The Tel Aviv Restaurant Serving Up Cultivated Chicken

Since its founding in 2015, SuperMeat, the Israeli cell-based chicken maker, has been doing the hard work to change the way cultivated meat is produced. The innovative and infamously expensive technologies behind cultivated meat have kept start-up companies in a turtle race as they slowly alter production to become more cost-effective and ultimately make their debut in the consumer market. With frontline companies projecting timelines for their market breakthrough within the coming years (via Food Dive), many are waiting in anticipation.

It's no secret that many plant-based alternatives fall flat with some consumers, making the demand for cultivated meat that much stronger. With access to cell-based proteins, people who follow cruelty-free and environmentally conscious diets can enjoy the full experience of eating meat — and that time is coming soon. However, if the wait seems like too much to bear, SuperMeat's Tel Aviv restaurant, The Chicken, is preparing their cell-based chicken on site and serving it to customers, offering a dining experience unlike anywhere else.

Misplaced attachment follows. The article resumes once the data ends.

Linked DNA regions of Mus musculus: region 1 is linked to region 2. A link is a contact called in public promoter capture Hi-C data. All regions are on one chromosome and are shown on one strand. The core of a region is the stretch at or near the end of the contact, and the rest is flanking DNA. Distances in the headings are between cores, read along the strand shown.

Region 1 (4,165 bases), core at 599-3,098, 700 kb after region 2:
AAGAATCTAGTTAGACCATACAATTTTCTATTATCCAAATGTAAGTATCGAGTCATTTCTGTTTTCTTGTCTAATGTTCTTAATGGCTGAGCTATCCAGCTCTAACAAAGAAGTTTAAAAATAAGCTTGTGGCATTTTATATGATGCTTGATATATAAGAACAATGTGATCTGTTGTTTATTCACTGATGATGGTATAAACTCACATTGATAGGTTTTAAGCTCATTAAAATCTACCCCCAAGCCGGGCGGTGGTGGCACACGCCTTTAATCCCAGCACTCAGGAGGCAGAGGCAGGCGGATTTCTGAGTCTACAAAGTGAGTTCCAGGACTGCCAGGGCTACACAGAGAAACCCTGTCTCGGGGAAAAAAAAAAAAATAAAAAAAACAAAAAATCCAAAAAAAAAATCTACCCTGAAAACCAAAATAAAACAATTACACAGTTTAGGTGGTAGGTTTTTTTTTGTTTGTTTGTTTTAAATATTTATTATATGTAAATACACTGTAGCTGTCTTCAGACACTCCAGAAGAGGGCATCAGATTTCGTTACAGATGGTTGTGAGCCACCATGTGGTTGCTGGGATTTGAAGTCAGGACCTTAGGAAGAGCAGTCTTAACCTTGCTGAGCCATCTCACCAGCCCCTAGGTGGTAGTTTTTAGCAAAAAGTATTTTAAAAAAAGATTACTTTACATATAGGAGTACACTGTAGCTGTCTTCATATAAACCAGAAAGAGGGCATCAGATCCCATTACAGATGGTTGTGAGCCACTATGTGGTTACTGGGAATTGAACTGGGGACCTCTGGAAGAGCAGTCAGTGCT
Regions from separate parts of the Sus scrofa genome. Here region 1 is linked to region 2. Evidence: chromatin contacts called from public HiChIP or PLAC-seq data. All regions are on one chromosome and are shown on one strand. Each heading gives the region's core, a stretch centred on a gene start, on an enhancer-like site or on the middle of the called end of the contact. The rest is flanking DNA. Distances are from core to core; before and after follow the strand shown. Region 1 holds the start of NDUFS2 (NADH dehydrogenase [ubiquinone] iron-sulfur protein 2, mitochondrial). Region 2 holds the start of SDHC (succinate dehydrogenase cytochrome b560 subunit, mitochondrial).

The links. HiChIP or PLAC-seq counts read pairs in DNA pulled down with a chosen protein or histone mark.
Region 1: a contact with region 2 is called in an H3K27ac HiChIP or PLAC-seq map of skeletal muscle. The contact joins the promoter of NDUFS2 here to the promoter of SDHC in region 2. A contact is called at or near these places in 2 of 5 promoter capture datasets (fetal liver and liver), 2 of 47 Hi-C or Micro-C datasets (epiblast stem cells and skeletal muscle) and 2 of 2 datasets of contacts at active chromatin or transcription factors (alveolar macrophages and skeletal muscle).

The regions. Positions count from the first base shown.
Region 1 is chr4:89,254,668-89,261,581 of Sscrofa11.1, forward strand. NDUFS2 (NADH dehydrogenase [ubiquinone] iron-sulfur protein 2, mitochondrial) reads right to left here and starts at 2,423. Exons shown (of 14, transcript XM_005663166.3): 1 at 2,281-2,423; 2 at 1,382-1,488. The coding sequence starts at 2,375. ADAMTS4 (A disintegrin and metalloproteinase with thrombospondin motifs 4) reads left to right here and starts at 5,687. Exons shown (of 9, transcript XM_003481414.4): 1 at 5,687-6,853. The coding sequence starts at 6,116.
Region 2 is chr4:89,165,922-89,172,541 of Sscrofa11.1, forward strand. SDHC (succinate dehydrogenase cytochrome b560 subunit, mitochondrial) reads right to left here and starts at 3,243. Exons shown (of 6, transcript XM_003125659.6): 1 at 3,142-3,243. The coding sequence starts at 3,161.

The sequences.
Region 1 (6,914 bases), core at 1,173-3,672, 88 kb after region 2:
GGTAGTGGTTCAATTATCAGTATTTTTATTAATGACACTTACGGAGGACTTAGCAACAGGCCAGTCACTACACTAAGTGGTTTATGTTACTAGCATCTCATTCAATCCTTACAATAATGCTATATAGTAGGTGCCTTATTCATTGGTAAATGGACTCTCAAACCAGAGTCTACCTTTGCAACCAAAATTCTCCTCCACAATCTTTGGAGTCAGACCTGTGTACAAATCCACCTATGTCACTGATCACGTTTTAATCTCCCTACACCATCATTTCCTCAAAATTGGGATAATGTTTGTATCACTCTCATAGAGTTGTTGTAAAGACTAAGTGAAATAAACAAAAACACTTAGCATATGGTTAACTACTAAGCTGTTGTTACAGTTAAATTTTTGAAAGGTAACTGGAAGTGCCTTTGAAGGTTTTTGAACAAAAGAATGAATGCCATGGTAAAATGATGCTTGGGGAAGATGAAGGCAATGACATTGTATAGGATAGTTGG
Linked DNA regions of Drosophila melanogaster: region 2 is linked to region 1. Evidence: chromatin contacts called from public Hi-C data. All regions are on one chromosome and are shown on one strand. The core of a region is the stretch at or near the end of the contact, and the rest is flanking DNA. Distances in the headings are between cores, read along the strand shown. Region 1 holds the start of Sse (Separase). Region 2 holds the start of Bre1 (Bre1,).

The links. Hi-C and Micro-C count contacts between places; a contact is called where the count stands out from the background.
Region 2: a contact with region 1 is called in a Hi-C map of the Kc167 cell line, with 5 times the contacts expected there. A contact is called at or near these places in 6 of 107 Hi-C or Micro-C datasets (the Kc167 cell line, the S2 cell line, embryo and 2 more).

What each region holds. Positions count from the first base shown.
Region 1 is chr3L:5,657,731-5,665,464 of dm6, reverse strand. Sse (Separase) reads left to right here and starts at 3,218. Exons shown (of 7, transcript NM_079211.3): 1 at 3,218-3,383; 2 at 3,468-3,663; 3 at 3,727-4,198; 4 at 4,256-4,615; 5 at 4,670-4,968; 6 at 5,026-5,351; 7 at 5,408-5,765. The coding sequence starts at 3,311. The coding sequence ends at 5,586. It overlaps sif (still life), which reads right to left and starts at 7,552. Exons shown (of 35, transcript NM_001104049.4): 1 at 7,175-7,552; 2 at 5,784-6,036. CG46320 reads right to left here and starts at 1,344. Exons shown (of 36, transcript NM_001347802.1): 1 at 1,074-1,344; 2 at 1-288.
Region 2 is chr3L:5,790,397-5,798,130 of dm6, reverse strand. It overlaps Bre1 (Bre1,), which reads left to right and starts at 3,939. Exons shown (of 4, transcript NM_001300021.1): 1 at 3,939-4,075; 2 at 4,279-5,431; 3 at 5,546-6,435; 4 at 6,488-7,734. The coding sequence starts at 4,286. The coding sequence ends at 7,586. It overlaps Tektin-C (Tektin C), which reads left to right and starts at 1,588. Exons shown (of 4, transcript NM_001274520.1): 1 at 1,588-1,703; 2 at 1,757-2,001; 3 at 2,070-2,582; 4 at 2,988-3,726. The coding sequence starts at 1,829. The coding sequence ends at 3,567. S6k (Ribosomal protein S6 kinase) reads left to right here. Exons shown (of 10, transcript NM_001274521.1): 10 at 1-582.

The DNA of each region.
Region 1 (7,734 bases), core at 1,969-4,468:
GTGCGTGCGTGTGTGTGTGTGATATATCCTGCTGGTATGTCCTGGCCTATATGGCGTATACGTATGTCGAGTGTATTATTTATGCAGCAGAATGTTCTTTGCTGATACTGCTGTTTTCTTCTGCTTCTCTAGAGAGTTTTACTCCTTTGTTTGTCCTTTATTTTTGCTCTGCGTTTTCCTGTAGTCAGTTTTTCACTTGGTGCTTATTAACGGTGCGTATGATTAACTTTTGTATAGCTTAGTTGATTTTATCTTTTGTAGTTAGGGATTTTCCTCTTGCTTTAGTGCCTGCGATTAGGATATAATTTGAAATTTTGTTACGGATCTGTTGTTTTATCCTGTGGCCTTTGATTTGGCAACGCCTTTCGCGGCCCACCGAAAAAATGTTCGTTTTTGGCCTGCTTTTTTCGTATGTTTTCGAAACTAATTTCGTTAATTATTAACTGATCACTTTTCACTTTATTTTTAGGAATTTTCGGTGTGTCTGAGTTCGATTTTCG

From the lab to the table

The Chicken takes farm to table dining to a whole new level as the first restaurant allowing their customers a rare glimpse into the manufacturing processes of cultured meat. Located in the same building as SmartMeat's pilot-plant facility (via Food Dive), visitors are offered a first-hand look into SuperMeat's lab, where they can watch food engineers create the same cultivated chicken being offered on the restaurants menu. Served on a sandwich and golden fried, The Chicken has served SmartMeat's chicken to hundreds of happy customers.

Even Michal Ansky, a professional taster on the TV series Master Chef, came in to The Chicken for a taste. In the world's first blind-taste test of cultivated meat, Time reported that Michal couldn't distinguish the lab grown chicken from the real thing — and she's a professional. In fact, Michal preferred SuperMeat's chicken. How can that be possible? As CEO, Ido Savir, told Sifted, SuperMeat's chicken starts with cells from Label Rouge chickens, a gourmet breed from France.

Additionally, their closed control system provides high quality control that is consistent in every batch, giving every cut the same flavor and nutritional value — something Healthline says is inconsistent across meat from conventionally raised chickens. Despite coming from the cells of high-class birds, The SuperMeat chicken sandwiches are currently offered for the considerably reasonable price of $23.